News link: A 21-hour work week

Posted by Clicksy | Posted in My blog | Posted on 13-01-2012

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Love this article….

The NEF argues we need to achieve truly happy lives, we need to challenge social norms and reset the industrial clock ticking in our heads. It sees the 21-hour week as integral to this for two reasons: it will redistribute paid work, offering the hope of a more equal society (right now too many are overworked, or underemployed). At the same time, it would give us all time for the things we value but rarely have time to do well such as care for our family, travel, read or continue learning (as opposed to feeding consumerism).


My superstars

Posted by Clicksy | Posted in My blog | Posted on 14-12-2011

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Some of the videos I’ve watched online lately focus on what people wanted to be when they were kids, and how most of us don’t strive for that once we reach adulthood.  We’re happy with our 9 to 5, especially if that 9 to 5 includes a cause.  Or we’re unhappy, but we live life for the weekends.  But what most of us don’t do is strive for something more.  We’re convinced we have these major limitations and believe it’s crazy to think we can do something big.

These videos encouraged me to start thinking about who and what I wanted to be when I was a kid.  My superstars were 80′s pop singers: Madonna, Cindy Lauper, Michael Jackson.  I wanted to be a superstar, because superstars had the power to change the world.  As I reached my teens, I wasn’t so impressed with singers and pop stars.  I started learning more about scholars.  Later, the Internet came about.  That’s when I met my real superstars.  Below are a few examples as well as some fantastic and inspiring videos.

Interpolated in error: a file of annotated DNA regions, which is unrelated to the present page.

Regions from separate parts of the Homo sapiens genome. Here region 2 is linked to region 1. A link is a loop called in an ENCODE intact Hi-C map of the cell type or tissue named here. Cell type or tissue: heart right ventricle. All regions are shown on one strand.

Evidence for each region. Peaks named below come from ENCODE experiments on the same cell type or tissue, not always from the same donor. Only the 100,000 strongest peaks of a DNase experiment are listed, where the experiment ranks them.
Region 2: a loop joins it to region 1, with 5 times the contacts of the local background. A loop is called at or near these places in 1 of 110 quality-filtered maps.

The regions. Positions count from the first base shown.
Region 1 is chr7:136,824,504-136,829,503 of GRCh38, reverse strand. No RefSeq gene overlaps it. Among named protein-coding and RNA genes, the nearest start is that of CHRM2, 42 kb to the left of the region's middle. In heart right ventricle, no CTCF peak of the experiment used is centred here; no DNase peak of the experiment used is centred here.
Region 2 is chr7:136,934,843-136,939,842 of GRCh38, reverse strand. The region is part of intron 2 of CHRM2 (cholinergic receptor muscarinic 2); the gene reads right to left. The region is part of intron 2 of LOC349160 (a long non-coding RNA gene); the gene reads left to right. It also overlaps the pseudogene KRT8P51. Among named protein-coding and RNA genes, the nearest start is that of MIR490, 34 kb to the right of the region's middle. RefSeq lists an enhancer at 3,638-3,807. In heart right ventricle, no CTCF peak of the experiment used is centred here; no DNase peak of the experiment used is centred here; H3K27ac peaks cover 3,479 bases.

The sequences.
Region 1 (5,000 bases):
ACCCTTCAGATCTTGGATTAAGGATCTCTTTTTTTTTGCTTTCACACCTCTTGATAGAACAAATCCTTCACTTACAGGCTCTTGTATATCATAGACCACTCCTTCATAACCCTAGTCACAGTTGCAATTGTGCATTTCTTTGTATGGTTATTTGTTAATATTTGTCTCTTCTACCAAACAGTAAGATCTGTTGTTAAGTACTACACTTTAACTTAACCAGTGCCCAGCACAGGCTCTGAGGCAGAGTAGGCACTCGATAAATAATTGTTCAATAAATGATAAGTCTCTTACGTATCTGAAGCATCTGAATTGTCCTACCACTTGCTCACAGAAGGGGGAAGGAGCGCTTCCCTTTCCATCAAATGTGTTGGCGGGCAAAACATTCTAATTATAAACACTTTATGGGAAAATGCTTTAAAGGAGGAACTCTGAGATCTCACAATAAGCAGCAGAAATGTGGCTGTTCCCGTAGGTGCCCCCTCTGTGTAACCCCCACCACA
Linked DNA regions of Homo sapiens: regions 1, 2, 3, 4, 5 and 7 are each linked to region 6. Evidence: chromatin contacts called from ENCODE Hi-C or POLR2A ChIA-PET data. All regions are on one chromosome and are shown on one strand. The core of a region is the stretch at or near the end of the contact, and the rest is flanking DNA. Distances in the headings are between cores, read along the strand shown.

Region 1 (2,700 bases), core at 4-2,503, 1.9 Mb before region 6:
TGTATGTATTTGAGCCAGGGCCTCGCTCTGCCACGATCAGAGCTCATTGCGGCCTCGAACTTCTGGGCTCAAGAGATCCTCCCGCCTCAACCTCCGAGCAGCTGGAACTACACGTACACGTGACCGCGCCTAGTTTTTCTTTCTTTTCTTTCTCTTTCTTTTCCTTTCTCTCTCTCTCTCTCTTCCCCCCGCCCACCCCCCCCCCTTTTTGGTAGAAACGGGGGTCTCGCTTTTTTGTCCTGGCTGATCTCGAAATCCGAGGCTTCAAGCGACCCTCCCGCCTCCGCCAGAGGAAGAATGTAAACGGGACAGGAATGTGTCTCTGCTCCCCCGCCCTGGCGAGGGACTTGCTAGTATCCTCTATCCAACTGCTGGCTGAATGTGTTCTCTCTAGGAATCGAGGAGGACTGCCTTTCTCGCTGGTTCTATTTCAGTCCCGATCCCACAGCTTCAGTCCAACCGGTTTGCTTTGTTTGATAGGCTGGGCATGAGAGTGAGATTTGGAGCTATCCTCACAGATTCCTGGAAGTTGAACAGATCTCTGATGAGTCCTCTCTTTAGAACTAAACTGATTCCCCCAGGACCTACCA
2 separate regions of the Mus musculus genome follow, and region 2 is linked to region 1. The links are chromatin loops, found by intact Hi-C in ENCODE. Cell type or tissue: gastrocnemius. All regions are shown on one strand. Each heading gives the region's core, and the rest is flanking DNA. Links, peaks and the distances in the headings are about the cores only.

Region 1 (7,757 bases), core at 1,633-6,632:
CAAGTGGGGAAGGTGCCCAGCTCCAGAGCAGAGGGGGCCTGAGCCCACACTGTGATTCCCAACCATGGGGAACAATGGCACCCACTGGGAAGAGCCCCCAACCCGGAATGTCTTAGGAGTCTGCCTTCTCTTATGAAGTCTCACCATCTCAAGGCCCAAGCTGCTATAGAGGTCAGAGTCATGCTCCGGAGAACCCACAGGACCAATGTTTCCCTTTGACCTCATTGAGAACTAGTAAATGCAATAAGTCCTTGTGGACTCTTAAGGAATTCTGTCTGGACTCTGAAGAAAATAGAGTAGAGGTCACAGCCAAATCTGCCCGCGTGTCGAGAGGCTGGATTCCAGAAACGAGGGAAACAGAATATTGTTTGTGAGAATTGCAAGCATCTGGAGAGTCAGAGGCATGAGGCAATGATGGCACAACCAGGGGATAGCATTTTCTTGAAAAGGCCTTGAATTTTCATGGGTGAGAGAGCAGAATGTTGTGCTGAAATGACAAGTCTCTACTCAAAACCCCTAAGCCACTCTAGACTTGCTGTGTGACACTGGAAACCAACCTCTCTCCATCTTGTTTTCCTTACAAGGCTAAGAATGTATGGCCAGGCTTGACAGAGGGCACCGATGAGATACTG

Posted by Kelly Marshall Fuller | Posted in Kelly's Corner | Posted on 10-07-2011

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Sally figured her fear and loathing of monsters (and frankly, some fascination) came from muttered conversations she heard as a child.
Her family was a sturdy bunch of scotch-irish, and true to their superstitious personalities, they would gather in the kitchen on Sundays and talk about monsters.
Or at least Sally thought that’s what they were saying.
“Cherokee Power Company is coming,” her Aunt Ida Mae would say, with a dark look outside. “Wonder how bad it will be this time?”
Sally didn’t know it was the monthly electric bill they were describing.
In Sally’s mind, Cherokee Power was a dark man carrying a tomahawk and wearing feathers in his hair.
He came when you least expected it, causing shrieks of fear among the womenfolk. Cherokee Power was one bad-ass, she knew.
Sally wasn’t supposed to say “ass,” but she couldn’t think of
another word to describe Cherokee Power.
Likewise, she had other ideas about the demons that bothered her many relatives who worked at the cotton mill.
J.B. Tisdale was another monster her parents and relatives couldn’t seem to shake off.
“That John Brown J.B. Tisdale,” her father would whisper late in the night.
Sally’s room was right next to her parents, so she knew what they were saying.
She wasn’t supposed to be listening, but she couldn’t help herself.